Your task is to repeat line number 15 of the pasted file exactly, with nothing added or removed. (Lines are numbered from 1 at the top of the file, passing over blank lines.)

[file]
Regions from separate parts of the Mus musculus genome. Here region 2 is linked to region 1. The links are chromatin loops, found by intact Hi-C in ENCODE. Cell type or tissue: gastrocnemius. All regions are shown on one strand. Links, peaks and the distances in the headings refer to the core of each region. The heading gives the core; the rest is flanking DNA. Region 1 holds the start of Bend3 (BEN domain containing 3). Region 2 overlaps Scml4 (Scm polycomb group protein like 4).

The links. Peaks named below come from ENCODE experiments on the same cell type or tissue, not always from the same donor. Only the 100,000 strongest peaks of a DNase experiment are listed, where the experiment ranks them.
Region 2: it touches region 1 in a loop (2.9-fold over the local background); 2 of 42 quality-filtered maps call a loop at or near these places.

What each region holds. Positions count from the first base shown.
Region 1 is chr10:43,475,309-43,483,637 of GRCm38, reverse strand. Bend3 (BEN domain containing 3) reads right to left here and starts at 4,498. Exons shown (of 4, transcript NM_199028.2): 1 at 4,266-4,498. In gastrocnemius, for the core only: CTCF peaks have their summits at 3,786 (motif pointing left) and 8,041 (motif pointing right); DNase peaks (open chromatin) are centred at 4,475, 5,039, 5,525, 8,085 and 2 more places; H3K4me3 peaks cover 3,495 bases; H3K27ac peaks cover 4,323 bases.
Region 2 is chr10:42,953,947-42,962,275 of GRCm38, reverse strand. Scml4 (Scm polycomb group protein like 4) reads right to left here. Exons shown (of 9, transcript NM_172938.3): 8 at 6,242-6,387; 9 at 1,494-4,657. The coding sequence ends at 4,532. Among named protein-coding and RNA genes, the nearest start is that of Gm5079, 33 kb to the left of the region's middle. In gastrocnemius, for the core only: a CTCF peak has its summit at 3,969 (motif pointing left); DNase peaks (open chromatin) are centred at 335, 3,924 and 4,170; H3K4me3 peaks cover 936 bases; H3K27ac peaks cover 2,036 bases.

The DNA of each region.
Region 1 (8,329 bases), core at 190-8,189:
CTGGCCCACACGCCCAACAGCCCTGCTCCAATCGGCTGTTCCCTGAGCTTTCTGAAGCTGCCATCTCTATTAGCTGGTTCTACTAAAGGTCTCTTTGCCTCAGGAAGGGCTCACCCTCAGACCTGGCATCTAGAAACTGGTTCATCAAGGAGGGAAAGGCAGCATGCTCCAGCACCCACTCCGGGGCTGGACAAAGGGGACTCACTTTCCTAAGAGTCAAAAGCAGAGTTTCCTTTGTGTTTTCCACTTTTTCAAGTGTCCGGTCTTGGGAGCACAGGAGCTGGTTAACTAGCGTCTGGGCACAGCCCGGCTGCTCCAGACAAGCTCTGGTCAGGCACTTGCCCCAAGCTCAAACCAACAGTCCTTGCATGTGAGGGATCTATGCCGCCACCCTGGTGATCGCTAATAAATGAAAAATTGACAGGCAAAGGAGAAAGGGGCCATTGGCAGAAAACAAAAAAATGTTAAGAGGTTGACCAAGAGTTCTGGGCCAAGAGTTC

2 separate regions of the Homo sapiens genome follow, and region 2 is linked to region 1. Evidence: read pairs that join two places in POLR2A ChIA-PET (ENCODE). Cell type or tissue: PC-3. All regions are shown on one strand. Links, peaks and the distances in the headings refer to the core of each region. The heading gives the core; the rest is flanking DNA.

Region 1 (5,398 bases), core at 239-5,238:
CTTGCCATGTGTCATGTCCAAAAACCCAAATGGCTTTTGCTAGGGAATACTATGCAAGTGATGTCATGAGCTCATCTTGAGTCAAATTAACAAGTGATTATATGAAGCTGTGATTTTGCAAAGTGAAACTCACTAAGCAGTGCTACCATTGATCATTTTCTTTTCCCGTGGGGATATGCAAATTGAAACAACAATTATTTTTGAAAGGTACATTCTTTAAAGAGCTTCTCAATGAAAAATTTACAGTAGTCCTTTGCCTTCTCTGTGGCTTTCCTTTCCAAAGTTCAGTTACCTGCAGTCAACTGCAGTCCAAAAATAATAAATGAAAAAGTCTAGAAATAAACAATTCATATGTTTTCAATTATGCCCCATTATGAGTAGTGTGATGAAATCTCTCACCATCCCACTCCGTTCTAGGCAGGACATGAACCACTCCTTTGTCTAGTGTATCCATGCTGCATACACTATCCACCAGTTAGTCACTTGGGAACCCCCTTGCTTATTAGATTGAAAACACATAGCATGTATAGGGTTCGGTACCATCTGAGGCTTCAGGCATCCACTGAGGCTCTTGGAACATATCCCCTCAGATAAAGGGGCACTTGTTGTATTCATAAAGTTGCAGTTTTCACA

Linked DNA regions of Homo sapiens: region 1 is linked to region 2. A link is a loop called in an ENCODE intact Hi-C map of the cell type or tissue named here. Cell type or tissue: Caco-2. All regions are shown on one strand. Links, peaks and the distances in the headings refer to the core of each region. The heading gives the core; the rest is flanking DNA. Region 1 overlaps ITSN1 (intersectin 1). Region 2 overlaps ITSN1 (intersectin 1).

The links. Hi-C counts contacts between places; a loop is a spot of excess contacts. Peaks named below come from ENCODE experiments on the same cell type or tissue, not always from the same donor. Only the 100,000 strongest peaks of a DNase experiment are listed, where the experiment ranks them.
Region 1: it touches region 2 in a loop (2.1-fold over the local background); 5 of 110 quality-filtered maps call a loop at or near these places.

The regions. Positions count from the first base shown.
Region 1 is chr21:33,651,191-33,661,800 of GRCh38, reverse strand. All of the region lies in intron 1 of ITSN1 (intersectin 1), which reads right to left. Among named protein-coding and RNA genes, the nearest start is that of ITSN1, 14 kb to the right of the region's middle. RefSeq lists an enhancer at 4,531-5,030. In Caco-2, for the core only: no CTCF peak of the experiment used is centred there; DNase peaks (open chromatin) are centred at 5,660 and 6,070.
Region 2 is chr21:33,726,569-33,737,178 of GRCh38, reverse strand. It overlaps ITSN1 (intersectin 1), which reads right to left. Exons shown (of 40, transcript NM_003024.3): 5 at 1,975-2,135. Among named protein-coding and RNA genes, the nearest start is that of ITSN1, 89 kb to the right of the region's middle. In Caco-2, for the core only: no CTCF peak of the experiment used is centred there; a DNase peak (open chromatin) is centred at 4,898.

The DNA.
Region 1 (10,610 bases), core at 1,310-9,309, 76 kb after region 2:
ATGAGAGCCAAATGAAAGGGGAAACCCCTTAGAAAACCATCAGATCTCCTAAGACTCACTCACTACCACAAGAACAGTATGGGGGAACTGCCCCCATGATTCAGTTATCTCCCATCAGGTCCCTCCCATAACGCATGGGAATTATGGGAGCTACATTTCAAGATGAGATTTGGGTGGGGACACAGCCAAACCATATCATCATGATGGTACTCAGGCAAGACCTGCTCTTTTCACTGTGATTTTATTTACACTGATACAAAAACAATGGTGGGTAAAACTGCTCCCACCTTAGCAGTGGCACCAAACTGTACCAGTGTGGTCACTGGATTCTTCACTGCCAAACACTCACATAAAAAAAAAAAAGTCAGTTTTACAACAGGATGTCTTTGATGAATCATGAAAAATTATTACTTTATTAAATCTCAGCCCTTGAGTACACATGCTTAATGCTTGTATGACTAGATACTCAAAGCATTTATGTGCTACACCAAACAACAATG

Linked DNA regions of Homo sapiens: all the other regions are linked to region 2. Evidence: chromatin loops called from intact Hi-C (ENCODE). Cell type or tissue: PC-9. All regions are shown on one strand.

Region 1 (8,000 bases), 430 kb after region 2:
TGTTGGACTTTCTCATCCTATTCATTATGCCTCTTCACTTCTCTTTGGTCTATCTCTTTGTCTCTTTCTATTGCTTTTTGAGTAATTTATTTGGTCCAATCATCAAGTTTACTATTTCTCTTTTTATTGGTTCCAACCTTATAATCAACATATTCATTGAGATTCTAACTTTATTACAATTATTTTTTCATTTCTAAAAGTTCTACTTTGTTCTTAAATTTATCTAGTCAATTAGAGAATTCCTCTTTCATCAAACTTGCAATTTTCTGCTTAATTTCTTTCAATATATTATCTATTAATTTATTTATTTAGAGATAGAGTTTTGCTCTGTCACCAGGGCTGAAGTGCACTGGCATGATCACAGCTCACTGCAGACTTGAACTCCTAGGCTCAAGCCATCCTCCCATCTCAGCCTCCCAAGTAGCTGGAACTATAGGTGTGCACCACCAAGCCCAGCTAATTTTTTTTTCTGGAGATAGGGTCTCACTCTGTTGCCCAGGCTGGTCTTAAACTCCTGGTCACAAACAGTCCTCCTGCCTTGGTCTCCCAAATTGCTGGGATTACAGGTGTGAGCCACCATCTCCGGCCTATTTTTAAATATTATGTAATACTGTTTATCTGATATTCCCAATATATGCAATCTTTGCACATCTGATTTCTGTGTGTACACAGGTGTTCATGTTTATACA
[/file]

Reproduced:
Region 1: it touches region 2 in a loop (2.1-fold over the local background); 5 of 110 quality-filtered maps call a loop at or near these places.